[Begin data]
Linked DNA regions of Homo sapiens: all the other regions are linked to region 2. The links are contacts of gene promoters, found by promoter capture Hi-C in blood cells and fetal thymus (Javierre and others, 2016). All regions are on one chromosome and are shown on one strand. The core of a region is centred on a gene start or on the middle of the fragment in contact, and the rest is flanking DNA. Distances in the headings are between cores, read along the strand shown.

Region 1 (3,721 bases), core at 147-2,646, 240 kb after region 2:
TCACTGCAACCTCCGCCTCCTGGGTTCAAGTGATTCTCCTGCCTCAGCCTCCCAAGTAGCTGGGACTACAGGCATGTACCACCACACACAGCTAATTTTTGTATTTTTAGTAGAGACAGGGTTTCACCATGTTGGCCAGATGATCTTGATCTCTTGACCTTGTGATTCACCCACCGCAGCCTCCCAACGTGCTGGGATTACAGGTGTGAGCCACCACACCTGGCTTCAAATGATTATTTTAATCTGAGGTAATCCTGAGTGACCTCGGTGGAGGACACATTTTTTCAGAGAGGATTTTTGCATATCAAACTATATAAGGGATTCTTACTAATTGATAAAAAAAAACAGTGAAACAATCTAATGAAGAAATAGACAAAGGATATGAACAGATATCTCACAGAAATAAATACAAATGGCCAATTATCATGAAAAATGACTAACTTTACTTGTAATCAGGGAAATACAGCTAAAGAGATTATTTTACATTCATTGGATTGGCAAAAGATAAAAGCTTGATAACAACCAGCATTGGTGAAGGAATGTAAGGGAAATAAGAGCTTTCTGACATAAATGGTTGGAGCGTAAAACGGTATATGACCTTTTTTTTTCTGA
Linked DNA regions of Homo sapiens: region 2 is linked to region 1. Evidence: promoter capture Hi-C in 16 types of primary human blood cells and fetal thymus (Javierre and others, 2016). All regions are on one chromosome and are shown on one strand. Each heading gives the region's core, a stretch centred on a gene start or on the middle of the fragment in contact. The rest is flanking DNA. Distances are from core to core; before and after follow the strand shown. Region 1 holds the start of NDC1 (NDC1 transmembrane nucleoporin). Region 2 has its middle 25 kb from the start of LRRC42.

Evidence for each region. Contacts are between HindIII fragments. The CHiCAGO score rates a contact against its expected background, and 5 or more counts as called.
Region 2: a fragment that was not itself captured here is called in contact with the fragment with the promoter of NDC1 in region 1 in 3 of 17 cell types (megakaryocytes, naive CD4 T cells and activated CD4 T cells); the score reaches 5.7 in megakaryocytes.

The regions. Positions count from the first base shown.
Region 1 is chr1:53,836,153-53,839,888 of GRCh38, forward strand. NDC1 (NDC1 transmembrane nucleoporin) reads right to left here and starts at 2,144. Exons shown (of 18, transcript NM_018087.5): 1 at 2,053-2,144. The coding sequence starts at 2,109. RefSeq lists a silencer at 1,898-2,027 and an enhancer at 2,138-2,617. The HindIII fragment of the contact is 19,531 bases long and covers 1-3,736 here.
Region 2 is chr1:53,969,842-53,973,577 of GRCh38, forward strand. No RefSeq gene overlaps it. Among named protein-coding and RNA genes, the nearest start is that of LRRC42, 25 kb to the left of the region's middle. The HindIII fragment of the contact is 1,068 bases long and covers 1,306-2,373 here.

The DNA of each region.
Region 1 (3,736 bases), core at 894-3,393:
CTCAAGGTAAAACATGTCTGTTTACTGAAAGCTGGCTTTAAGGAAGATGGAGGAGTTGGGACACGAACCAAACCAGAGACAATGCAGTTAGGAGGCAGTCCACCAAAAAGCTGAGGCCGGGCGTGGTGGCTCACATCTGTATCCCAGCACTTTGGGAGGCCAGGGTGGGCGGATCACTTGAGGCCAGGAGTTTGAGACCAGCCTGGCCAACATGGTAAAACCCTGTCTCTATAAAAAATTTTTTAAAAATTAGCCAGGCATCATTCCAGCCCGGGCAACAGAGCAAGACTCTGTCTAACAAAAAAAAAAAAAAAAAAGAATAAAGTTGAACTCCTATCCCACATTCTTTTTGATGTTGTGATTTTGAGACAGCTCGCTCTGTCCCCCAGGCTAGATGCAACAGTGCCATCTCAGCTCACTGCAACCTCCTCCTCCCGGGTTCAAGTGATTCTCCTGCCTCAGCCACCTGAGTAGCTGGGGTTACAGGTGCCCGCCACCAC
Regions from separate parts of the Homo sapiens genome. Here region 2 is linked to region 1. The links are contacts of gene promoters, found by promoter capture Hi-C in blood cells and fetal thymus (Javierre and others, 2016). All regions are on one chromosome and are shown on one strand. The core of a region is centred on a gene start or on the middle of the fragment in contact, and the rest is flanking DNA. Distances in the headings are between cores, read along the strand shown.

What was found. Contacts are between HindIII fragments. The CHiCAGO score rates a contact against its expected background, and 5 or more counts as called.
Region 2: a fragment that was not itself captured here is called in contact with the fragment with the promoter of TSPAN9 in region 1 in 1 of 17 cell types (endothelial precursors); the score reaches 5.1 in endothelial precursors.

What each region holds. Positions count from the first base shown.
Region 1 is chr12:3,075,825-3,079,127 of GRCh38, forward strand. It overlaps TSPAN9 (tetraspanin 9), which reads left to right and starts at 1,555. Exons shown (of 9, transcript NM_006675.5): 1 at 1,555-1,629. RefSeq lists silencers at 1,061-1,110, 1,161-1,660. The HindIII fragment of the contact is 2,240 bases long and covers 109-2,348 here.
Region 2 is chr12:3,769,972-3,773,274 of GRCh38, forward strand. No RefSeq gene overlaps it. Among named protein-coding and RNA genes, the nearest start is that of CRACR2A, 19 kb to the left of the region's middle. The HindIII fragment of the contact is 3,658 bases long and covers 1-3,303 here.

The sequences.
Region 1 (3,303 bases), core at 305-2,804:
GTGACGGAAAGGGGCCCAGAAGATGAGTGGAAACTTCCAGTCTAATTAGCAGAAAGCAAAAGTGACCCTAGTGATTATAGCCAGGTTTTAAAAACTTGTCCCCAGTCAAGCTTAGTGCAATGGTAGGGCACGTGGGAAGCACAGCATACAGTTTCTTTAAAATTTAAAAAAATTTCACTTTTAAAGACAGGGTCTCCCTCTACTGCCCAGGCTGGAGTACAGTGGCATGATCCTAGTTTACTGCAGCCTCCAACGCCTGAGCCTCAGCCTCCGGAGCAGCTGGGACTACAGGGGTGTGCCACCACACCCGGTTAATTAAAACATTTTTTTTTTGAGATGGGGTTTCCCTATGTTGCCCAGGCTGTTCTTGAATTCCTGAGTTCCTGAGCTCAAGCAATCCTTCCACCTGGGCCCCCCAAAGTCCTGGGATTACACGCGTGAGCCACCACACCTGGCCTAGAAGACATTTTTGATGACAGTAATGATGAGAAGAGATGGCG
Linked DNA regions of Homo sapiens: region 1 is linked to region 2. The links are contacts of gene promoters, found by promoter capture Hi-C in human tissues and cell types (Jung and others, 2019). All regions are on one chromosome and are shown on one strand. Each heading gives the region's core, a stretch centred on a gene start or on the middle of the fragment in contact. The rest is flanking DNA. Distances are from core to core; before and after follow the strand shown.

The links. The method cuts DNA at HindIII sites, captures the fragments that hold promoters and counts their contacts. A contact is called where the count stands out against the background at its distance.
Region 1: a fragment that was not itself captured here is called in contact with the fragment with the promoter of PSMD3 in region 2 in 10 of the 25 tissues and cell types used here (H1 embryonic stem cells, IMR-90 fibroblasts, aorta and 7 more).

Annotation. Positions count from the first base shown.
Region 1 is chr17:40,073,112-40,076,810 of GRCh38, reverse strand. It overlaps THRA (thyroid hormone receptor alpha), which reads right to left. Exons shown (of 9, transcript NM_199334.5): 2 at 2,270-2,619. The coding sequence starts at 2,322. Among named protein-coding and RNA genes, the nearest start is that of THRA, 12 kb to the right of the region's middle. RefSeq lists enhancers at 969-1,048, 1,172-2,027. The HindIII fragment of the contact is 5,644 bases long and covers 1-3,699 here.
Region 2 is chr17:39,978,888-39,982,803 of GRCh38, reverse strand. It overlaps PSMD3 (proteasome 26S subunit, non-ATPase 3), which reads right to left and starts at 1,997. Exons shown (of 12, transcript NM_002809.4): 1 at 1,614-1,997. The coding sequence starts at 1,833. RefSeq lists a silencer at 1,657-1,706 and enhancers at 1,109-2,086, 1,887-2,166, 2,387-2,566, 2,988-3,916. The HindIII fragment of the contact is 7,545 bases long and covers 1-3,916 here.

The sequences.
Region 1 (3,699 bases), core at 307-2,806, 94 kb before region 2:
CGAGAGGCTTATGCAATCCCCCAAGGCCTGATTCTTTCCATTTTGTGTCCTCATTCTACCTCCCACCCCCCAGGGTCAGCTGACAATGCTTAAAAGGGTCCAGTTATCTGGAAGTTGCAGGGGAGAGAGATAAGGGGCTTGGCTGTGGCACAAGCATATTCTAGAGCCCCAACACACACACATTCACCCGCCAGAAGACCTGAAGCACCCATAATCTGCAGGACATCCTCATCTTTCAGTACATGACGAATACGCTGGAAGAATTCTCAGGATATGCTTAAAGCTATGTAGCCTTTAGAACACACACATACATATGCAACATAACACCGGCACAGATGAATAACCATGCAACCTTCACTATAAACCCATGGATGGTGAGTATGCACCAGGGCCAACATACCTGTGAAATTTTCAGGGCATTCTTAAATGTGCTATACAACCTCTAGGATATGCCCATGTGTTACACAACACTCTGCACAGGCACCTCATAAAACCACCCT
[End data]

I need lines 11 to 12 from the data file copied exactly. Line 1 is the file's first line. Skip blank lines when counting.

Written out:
Region 1 (3,736 bases), core at 894-3,393:
CTCAAGGTAAAACATGTCTGTTTACTGAAAGCTGGCTTTAAGGAAGATGGAGGAGTTGGGACACGAACCAAACCAGAGACAATGCAGTTAGGAGGCAGTCCACCAAAAAGCTGAGGCCGGGCGTGGTGGCTCACATCTGTATCCCAGCACTTTGGGAGGCCAGGGTGGGCGGATCACTTGAGGCCAGGAGTTTGAGACCAGCCTGGCCAACATGGTAAAACCCTGTCTCTATAAAAAATTTTTTAAAAATTAGCCAGGCATCATTCCAGCCCGGGCAACAGAGCAAGACTCTGTCTAACAAAAAAAAAAAAAAAAAAGAATAAAGTTGAACTCCTATCCCACATTCTTTTTGATGTTGTGATTTTGAGACAGCTCGCTCTGTCCCCCAGGCTAGATGCAACAGTGCCATCTCAGCTCACTGCAACCTCCTCCTCCCGGGTTCAAGTGATTCTCCTGCCTCAGCCACCTGAGTAGCTGGGGTTACAGGTGCCCGCCACCAC